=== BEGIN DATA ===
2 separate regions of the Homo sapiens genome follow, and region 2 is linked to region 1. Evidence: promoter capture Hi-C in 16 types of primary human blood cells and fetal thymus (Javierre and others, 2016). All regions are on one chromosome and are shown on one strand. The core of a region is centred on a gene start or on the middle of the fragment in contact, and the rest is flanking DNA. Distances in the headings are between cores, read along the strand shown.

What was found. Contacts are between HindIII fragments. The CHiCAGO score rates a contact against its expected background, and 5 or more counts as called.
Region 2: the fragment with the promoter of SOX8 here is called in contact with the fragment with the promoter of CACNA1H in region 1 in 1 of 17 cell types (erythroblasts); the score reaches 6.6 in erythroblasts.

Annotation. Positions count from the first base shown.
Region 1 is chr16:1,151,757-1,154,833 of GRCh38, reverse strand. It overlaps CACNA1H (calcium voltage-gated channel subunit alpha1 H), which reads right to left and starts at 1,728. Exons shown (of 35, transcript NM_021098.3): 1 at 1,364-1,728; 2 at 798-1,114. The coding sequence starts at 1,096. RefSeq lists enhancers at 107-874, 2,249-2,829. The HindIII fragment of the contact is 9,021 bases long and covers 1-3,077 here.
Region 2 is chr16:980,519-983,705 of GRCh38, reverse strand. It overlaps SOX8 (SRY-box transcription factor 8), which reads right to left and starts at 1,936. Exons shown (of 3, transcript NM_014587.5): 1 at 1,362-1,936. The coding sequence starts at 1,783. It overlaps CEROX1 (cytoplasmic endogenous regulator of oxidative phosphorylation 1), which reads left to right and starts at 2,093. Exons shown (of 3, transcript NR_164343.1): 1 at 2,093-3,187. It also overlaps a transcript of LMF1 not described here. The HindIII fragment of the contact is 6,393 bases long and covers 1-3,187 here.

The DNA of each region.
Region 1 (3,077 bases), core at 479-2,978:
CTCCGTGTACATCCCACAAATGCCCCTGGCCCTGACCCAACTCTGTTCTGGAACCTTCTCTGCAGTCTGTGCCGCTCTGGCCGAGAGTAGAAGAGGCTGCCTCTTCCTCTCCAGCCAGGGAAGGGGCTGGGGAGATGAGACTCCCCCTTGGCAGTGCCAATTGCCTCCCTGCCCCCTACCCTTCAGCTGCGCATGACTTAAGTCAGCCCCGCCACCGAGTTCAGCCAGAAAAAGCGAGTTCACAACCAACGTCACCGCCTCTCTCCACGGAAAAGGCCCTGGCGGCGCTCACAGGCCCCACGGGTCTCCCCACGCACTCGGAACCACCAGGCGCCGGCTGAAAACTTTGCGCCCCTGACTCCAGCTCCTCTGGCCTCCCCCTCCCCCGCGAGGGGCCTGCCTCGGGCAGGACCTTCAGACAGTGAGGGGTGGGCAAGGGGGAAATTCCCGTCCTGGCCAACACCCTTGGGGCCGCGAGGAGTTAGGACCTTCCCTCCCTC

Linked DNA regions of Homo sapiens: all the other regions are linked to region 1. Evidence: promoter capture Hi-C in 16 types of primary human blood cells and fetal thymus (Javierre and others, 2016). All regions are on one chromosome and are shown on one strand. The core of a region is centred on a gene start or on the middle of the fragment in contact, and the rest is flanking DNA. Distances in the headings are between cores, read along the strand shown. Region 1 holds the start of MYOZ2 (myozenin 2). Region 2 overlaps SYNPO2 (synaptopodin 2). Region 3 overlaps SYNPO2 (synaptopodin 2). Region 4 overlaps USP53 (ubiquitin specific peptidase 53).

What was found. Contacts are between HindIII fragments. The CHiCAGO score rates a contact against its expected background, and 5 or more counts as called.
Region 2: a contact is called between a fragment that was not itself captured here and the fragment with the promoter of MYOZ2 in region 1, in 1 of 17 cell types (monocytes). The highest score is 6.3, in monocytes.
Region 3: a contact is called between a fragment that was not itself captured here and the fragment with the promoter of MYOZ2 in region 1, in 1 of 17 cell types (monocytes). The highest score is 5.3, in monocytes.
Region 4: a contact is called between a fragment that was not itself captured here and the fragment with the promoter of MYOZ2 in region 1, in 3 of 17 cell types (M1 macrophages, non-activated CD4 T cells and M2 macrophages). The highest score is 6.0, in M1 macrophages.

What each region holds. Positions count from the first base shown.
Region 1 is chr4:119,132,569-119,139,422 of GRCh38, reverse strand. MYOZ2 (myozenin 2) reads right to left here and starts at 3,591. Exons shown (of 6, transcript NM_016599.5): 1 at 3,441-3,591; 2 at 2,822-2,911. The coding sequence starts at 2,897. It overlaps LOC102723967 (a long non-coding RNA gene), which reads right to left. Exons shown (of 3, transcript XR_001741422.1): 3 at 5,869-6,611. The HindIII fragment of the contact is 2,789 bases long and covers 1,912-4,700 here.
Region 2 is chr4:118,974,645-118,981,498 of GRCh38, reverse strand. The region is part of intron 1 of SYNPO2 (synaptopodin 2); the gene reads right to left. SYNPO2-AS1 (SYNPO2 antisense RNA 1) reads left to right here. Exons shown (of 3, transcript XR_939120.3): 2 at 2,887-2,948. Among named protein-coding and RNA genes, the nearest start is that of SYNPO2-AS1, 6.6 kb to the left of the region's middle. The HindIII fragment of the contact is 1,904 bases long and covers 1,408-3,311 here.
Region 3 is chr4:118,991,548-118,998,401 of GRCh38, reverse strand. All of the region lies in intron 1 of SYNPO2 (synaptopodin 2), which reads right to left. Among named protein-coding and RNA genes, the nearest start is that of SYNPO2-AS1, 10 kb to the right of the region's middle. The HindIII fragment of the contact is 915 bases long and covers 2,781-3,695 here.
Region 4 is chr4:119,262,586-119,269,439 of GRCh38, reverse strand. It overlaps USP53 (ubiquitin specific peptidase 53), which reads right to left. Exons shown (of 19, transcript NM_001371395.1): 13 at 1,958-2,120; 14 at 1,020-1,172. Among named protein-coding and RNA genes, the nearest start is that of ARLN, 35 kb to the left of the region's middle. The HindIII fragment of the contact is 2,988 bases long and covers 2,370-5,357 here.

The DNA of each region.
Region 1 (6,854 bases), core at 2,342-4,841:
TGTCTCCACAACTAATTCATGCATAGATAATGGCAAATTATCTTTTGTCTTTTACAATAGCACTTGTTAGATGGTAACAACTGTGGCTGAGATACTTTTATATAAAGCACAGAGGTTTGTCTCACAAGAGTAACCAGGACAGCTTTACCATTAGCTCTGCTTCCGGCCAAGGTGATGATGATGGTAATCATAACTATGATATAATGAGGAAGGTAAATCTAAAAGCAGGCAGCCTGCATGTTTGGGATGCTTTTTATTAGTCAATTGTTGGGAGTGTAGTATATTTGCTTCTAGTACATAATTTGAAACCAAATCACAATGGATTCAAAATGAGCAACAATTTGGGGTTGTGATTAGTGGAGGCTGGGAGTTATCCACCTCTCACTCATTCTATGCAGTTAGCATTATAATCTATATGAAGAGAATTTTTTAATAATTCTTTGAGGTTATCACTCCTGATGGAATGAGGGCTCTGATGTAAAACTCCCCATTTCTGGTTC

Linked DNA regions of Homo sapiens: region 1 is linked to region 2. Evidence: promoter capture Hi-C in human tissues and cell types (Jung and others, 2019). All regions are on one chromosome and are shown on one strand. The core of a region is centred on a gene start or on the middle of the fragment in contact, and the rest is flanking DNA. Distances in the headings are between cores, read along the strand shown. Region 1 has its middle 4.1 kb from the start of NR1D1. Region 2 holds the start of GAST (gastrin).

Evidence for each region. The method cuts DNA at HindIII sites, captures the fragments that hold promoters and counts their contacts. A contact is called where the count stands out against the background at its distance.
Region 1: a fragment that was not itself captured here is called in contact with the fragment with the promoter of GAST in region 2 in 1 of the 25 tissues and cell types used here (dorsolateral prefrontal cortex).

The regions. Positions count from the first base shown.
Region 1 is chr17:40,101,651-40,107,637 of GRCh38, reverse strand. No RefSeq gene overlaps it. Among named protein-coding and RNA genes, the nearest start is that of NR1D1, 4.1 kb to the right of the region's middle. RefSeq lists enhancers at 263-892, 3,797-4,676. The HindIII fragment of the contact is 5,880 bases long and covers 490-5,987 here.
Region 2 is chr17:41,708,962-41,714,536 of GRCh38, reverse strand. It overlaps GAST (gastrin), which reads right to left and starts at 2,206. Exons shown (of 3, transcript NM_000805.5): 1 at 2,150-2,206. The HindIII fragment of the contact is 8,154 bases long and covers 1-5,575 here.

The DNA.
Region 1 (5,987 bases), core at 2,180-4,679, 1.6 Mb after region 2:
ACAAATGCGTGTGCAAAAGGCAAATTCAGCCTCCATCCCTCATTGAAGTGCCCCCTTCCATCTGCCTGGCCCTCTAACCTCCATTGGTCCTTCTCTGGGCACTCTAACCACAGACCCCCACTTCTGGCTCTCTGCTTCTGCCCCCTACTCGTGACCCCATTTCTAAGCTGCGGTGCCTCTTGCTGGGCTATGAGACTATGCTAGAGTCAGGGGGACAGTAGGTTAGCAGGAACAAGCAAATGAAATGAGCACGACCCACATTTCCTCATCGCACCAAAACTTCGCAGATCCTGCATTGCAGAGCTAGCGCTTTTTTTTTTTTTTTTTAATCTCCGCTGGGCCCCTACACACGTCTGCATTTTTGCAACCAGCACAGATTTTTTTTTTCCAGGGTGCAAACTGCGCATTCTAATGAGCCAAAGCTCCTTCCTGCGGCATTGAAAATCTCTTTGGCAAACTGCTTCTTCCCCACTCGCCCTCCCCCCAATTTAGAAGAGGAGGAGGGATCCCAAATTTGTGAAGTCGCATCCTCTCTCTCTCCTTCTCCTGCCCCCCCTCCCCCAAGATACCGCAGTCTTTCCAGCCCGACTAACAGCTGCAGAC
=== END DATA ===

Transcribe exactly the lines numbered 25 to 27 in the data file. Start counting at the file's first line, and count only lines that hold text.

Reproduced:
Region 1: a fragment that was not itself captured here is called in contact with the fragment with the promoter of GAST in region 2 in 1 of the 25 tissues and cell types used here (dorsolateral prefrontal cortex).

The regions. Positions count from the first base shown.
Region 1 is chr17:40,101,651-40,107,637 of GRCh38, reverse strand. No RefSeq gene overlaps it. Among named protein-coding and RNA genes, the nearest start is that of NR1D1, 4.1 kb to the right of the region's middle. RefSeq lists enhancers at 263-892, 3,797-4,676. The HindIII fragment of the contact is 5,880 bases long and covers 490-5,987 here.